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Unconventional generation of hydrocarbon gases in the Solimões basin, Brazil: the role of the siderite – water interaction


IPGP - Îlot Cuvier


Soutenances de thèses

Salle P07 Outremer

Vincent Milesi

Biogéochimie environnementale (BGE)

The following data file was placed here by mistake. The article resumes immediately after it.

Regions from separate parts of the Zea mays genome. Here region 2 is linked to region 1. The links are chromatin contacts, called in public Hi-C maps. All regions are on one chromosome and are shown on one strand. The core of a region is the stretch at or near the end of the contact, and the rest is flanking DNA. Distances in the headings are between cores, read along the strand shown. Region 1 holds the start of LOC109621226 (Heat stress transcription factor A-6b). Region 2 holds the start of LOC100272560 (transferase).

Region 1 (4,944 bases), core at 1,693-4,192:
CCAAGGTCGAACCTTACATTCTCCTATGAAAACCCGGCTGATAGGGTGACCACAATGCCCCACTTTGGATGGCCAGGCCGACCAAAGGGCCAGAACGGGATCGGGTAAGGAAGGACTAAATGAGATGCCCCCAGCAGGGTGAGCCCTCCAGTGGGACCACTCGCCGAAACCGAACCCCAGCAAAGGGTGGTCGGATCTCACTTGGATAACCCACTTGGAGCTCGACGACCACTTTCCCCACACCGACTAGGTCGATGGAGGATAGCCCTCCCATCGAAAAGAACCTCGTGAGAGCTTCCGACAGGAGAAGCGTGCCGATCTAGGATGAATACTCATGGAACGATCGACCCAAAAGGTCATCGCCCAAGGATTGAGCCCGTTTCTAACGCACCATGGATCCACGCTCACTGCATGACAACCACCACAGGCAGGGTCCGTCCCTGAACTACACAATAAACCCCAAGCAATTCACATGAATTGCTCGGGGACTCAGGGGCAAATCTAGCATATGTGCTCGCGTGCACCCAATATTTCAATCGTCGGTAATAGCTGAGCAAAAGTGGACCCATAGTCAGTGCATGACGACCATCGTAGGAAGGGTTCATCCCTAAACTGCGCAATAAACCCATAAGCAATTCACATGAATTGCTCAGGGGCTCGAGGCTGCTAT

Understanding the processes at the origin of "abiotic organic matter", i.e., of reduced carbon compounds made without any biological intervention at any step, is of importance for the global carbon cycle, the origin of life building blocks, and in an economic prospect. In the Solimões petroleum basin (Brazil) which underwent magmatic intrusions, we detected hydrocarbon gases with unconventional isotopic signatures inconsistent with a thermal evolution of fossil organic matter. Concurrently, the siderite FeCO3) content of up to 7% wt. in the source rock of Solimões petroleum was shown to decrease meanwhile the gas maturity and the occurrence of isotopic anomalies increased. We thus decided to explore possible connections between siderite reactivity and abiotic production of reduced carbon species. Synthetic siderite and water were thus reacted in inert gold containers at 200 – 300°C and 50 MPa. Iron (II) from siderite and water reacted to yield magnetite and highly reducing fluids containing CO2 and H2. While the generation of CH4 is kinetically hindered, the produced H2 and CO2 reached equilibrium with solid reduced carbon after ~ 150 h of experiment. This was confirmed by transmission electron microscopy observations of carbonaceous material coating the magnetite and siderite surfaces. The H2 fugacity produced by the water-siderite interaction was thus controlled by the formation of a solid reduced carbon compound. This prompted us to examine whether similar controls could occur in the more general and classical context of H2 generation by serpentinization of basic and ultrabasic rocks. Thermodynamic calculations were thus performed to examine the composition of fluids along serpentinization reactions and to investigate the conditions of formation of solid reduced carbon compounds in these reactions. In all the calculations performed, solid carbonaceous material, thermodynamically approximated as graphite, was indeed shown to precipitate, buffering the H2 and CO2 concentrations. Experimental and natural (Lost City – Rainbow) fluid compositions were shown to be consistent with this model, which predicts that carbonaceous material is the dominant carbon product of CO2 reduction in ultrabasic and basic contexts. Formation of carbonaceous material from CO2- and H2-rich hydrothermal fluids, not only in basic and ultrabasic contexts but also in continental sedimentary basins, would have implications for the global geological carbon cycle, and for the general understanding of reaction mechanisms leading to abiotic reduced carbon compounds. In the Solimões basin, we estimated that the siderite-water interaction may account for ~ 20% of the hydrocarbon gas generated from the Famenian source rock of the basin and we showed that siderite is kinetically more reactive with water for H2 production than ultrabasic minerals such as olivine.